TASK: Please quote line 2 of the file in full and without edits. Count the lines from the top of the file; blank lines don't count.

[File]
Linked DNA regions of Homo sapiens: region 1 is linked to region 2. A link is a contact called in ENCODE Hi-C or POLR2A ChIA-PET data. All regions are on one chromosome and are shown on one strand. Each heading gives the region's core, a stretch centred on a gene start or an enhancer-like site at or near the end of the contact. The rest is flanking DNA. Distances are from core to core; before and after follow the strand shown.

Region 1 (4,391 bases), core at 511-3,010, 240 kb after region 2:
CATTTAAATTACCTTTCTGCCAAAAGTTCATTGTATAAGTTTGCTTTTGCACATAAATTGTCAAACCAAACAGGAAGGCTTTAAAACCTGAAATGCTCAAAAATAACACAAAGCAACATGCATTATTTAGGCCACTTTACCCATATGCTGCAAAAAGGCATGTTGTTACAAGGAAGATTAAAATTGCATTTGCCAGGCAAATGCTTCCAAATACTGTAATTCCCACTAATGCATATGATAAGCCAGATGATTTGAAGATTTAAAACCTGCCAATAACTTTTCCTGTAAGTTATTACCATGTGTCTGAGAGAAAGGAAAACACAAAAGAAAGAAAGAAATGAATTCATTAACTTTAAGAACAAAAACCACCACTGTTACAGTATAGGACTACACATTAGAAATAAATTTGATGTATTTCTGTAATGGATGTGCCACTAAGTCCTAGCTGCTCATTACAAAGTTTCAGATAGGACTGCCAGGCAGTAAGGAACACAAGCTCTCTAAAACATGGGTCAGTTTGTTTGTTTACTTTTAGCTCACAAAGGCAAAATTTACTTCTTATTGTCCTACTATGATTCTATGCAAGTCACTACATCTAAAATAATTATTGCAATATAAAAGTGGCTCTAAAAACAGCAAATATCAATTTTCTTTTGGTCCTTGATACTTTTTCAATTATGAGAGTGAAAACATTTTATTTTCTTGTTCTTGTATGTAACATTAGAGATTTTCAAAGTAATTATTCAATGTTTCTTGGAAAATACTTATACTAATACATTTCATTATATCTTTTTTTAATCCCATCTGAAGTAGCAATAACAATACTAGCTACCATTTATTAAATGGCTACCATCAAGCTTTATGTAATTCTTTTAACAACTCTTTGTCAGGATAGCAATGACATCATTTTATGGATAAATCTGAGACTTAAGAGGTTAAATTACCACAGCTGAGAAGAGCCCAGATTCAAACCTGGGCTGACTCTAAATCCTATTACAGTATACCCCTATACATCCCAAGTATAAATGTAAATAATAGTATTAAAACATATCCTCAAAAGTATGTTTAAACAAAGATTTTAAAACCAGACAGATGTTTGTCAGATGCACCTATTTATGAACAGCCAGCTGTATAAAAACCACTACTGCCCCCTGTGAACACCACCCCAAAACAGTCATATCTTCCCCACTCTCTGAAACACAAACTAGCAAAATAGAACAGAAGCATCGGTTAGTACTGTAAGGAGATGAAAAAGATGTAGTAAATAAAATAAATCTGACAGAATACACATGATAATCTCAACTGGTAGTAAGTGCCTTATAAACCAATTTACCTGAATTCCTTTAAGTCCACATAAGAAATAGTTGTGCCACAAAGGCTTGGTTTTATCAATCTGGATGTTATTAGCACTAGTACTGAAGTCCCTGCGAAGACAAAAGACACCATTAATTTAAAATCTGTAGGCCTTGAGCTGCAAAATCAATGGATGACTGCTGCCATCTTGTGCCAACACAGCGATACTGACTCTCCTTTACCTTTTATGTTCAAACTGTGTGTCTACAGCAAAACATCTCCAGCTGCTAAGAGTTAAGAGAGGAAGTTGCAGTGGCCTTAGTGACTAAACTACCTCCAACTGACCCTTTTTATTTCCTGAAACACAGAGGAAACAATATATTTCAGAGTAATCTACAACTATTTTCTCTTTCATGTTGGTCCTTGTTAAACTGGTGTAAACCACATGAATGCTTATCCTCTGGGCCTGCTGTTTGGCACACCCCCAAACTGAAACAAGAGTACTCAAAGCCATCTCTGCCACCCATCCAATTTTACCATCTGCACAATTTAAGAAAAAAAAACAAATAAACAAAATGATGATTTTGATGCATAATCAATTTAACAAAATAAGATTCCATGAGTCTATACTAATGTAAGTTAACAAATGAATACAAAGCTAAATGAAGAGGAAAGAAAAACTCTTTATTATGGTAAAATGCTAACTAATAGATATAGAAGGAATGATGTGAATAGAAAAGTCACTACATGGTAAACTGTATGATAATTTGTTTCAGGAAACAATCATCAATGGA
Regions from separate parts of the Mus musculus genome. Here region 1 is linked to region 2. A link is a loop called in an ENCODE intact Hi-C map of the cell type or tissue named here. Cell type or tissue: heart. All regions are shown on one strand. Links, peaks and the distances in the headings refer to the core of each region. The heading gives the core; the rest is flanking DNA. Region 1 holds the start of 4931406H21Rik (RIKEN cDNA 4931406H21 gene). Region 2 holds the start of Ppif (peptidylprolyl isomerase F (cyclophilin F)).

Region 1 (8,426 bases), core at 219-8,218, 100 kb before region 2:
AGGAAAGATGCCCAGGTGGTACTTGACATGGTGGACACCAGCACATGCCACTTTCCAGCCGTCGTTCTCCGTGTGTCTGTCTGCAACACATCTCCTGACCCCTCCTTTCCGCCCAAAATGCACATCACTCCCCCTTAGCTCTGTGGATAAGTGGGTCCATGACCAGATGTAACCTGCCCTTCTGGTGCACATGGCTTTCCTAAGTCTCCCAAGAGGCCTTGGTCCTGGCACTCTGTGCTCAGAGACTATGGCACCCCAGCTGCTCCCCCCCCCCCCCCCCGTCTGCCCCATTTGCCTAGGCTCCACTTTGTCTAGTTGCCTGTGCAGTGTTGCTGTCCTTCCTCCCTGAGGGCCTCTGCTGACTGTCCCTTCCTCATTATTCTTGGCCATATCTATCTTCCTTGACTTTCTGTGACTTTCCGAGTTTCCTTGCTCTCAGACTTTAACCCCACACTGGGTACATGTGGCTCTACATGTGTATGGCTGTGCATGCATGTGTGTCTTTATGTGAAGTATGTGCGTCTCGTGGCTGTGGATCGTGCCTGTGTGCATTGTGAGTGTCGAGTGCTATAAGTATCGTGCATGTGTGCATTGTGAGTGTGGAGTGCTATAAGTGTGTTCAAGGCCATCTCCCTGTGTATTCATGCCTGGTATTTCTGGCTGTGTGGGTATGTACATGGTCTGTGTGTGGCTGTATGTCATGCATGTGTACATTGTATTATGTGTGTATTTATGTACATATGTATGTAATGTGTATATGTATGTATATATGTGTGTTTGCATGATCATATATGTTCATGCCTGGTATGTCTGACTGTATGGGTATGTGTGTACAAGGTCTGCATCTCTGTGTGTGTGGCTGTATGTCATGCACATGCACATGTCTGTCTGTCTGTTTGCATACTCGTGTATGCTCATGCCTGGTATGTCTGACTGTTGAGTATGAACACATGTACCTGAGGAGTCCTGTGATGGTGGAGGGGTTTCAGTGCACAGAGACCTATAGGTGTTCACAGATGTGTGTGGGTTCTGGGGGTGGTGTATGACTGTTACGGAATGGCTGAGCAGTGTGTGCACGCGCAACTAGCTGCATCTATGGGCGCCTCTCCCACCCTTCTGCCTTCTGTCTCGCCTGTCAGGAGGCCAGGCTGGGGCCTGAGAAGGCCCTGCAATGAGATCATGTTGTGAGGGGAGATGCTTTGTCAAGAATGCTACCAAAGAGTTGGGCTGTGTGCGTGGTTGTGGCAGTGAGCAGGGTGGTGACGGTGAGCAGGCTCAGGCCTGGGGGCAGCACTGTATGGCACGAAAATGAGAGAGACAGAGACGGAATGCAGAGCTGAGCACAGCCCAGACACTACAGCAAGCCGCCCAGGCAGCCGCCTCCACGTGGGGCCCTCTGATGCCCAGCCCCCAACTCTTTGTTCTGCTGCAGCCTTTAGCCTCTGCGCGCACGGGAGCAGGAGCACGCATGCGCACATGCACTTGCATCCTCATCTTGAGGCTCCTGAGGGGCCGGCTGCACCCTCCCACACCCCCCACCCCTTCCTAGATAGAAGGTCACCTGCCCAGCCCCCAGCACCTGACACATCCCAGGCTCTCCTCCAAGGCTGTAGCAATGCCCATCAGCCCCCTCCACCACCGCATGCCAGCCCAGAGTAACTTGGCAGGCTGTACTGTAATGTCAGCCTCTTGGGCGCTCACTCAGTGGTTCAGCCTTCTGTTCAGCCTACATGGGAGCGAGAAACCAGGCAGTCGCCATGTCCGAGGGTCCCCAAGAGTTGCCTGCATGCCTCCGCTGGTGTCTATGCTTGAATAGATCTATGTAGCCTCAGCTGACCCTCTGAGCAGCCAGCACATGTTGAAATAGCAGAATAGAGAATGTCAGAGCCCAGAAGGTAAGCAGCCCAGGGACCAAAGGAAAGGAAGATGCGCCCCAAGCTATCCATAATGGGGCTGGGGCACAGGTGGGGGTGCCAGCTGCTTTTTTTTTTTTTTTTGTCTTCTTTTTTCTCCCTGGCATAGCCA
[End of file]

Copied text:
Region 1 (4,391 bases), core at 511-3,010, 240 kb after region 2: